I visited a primitive antique show (We’ll, there were a few antiques). One booth had a few items that really excited me. The first item that caught my eye was a set of ten lithographed mourning dove decoys. Each was mounted on an early clasp clothes pin. I couldn’t afford them. She also had an original New England shaker box #3. It was natural cherry and had a fantastic patina. I couldn’t afford it. She also had a beautiful printed Berks County fraktur. I couldn’t afford it. (BTW – I didn’t need any of these things either!)
Julie, my wife, found an album of color lithographed book plates of songbirds. We bought a handful (What we could afford). The Phoebe was the most important as our youngest daughter is named Phoebe.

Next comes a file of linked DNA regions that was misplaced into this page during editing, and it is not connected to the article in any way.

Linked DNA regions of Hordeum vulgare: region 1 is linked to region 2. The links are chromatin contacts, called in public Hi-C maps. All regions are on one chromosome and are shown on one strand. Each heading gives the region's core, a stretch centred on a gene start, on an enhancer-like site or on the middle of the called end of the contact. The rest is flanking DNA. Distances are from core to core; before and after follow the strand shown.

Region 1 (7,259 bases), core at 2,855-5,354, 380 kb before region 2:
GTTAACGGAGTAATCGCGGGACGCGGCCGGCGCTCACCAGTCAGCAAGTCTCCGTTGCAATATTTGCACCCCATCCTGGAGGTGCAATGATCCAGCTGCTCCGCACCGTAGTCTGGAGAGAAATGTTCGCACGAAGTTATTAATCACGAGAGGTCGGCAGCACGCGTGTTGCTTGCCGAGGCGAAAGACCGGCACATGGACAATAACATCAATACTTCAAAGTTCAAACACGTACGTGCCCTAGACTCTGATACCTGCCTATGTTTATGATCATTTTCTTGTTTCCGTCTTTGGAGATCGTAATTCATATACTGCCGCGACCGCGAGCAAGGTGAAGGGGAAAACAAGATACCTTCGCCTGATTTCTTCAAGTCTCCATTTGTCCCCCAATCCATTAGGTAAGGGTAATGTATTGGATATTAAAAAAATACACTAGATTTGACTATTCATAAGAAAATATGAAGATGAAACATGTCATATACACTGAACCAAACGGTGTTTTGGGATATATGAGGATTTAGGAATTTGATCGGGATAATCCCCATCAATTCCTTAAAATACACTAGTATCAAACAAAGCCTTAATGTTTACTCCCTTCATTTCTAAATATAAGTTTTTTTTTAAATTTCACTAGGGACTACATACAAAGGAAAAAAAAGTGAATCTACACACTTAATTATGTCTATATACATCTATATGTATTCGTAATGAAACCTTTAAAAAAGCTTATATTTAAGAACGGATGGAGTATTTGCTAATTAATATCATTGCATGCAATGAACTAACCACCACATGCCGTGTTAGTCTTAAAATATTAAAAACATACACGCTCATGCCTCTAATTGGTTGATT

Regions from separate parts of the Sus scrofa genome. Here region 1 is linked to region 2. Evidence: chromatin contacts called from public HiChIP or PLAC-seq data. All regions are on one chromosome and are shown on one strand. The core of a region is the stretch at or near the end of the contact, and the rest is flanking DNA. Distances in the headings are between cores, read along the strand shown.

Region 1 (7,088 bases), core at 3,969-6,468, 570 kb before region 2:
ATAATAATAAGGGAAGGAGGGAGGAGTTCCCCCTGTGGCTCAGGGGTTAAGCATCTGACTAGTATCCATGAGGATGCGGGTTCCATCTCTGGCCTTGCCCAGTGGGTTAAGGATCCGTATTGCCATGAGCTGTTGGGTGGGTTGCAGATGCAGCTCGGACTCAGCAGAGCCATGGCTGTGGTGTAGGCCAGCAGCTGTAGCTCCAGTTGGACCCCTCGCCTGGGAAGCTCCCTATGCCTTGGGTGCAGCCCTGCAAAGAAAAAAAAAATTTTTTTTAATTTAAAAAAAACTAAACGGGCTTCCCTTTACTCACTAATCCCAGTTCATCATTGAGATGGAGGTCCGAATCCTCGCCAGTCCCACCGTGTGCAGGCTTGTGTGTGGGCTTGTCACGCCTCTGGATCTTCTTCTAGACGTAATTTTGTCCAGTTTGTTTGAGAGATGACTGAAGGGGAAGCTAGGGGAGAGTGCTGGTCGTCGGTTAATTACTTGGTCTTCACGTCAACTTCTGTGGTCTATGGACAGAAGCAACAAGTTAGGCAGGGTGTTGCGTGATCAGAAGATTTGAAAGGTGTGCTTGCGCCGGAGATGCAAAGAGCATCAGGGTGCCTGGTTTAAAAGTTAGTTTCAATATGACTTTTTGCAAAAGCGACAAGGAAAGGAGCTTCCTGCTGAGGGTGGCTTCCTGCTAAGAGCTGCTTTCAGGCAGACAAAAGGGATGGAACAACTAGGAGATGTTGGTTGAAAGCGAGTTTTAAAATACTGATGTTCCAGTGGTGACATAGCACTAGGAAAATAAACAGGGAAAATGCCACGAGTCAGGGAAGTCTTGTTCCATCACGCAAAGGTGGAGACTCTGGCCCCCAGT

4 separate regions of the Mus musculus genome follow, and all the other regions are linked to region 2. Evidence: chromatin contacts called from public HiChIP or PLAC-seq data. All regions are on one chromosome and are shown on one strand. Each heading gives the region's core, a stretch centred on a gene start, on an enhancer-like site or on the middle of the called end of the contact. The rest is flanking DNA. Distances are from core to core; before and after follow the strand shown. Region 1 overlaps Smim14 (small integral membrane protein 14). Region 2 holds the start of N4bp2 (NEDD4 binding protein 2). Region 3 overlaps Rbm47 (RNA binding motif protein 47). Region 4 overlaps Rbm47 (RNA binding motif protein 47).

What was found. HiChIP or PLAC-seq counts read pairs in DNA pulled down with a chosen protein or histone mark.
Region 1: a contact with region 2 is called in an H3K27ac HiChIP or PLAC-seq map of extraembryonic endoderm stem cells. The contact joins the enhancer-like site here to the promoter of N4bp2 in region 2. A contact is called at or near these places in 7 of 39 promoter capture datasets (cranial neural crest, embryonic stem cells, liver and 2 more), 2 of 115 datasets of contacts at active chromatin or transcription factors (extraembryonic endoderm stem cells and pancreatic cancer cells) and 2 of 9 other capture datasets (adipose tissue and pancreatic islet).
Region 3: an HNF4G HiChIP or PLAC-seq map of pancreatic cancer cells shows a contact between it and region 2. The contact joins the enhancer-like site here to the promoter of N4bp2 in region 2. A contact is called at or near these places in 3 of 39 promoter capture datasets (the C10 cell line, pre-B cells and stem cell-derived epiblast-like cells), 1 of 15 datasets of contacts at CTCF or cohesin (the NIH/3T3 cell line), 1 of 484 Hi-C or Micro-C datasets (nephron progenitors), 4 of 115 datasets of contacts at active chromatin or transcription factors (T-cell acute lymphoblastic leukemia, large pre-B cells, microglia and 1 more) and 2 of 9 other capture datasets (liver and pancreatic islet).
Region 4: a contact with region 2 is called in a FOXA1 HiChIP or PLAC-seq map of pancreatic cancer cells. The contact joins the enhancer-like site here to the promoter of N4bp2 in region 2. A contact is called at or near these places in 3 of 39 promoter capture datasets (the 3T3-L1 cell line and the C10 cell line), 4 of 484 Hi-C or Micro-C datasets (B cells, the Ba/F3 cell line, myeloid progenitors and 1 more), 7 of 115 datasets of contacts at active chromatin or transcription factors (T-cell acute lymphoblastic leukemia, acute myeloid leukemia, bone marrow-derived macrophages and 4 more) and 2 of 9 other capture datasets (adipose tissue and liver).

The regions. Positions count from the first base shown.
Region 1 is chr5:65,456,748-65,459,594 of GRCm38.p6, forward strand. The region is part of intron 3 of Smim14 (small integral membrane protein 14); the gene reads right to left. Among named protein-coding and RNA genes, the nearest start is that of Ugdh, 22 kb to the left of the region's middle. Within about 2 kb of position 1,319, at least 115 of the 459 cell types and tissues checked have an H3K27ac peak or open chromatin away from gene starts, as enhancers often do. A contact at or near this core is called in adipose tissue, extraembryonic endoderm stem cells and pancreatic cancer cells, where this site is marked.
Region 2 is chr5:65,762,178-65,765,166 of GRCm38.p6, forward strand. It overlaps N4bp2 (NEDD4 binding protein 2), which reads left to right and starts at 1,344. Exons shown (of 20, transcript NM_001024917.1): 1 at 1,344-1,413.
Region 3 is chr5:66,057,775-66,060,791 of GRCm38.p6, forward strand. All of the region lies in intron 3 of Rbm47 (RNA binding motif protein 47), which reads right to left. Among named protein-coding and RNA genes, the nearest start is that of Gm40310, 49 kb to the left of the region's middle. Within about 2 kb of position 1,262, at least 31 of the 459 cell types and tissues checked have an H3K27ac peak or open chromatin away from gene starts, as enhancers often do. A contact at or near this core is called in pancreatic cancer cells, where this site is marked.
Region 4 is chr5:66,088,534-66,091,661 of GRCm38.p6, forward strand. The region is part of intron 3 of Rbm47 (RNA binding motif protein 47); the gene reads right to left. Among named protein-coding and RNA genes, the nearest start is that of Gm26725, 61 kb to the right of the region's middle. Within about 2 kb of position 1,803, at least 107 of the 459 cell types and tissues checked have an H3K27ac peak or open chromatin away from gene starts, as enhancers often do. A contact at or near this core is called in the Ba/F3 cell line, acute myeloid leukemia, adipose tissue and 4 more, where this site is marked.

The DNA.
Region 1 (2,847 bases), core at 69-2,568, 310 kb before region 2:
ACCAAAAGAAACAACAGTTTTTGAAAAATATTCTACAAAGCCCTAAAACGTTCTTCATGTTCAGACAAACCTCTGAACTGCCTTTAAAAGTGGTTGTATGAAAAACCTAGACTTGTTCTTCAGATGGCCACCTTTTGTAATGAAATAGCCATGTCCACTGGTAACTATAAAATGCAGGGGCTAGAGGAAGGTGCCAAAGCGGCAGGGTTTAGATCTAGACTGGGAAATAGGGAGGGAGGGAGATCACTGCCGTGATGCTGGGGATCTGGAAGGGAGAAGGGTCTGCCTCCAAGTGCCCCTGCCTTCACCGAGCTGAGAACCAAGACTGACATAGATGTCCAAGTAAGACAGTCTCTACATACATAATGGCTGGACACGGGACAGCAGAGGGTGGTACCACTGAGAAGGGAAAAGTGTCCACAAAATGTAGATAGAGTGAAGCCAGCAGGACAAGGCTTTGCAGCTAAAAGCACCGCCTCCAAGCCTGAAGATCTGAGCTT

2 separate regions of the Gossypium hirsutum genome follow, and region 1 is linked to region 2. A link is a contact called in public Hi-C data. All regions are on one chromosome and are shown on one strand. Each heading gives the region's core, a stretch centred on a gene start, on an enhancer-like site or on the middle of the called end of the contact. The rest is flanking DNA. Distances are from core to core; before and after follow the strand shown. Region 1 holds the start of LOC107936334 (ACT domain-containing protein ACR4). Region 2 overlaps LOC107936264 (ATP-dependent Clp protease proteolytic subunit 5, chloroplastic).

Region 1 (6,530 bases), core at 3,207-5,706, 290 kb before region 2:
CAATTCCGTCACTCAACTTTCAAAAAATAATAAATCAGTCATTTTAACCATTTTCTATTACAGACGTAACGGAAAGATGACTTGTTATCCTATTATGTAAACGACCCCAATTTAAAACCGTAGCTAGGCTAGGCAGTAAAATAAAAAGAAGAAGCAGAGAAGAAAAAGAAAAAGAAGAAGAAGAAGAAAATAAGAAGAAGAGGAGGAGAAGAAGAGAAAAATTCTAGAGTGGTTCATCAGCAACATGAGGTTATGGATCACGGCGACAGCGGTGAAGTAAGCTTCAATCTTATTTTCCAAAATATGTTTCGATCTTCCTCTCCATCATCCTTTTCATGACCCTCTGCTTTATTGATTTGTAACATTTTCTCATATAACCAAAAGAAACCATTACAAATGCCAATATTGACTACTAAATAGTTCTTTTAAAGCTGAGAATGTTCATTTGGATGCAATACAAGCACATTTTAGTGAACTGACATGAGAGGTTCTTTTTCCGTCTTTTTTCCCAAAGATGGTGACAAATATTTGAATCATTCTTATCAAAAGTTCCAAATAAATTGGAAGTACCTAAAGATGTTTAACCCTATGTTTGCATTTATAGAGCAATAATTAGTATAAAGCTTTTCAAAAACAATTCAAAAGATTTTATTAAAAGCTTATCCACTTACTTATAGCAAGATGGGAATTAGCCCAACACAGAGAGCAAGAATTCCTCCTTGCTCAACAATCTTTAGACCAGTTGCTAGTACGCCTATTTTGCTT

I hate purchasing disbound books. It’s kind of like buying elephant ivory. If there’s a market elephants will be killed. If there is a market for disbound lithographs folks will destroy beautiful books.
The dealer couldn’t (or wouldn’t) name the original book. I did a bit of detective work and discovered the source — Bird Life, by Frank Chapman and Illustrated by Ernest Seton Thompson. It turns out the E.S. Thompson was a big deal. He wrote and illustrated dozens of books on natural history and outdoor life.
Bird Life is available online through Google Books with black and white plates. The color plates first appear in the 1901 version.
The original 1901 edition has 75 beautiful plates. I’ve located and purchased a copy for much less I paid for the handful of prints. My copy will stay bound.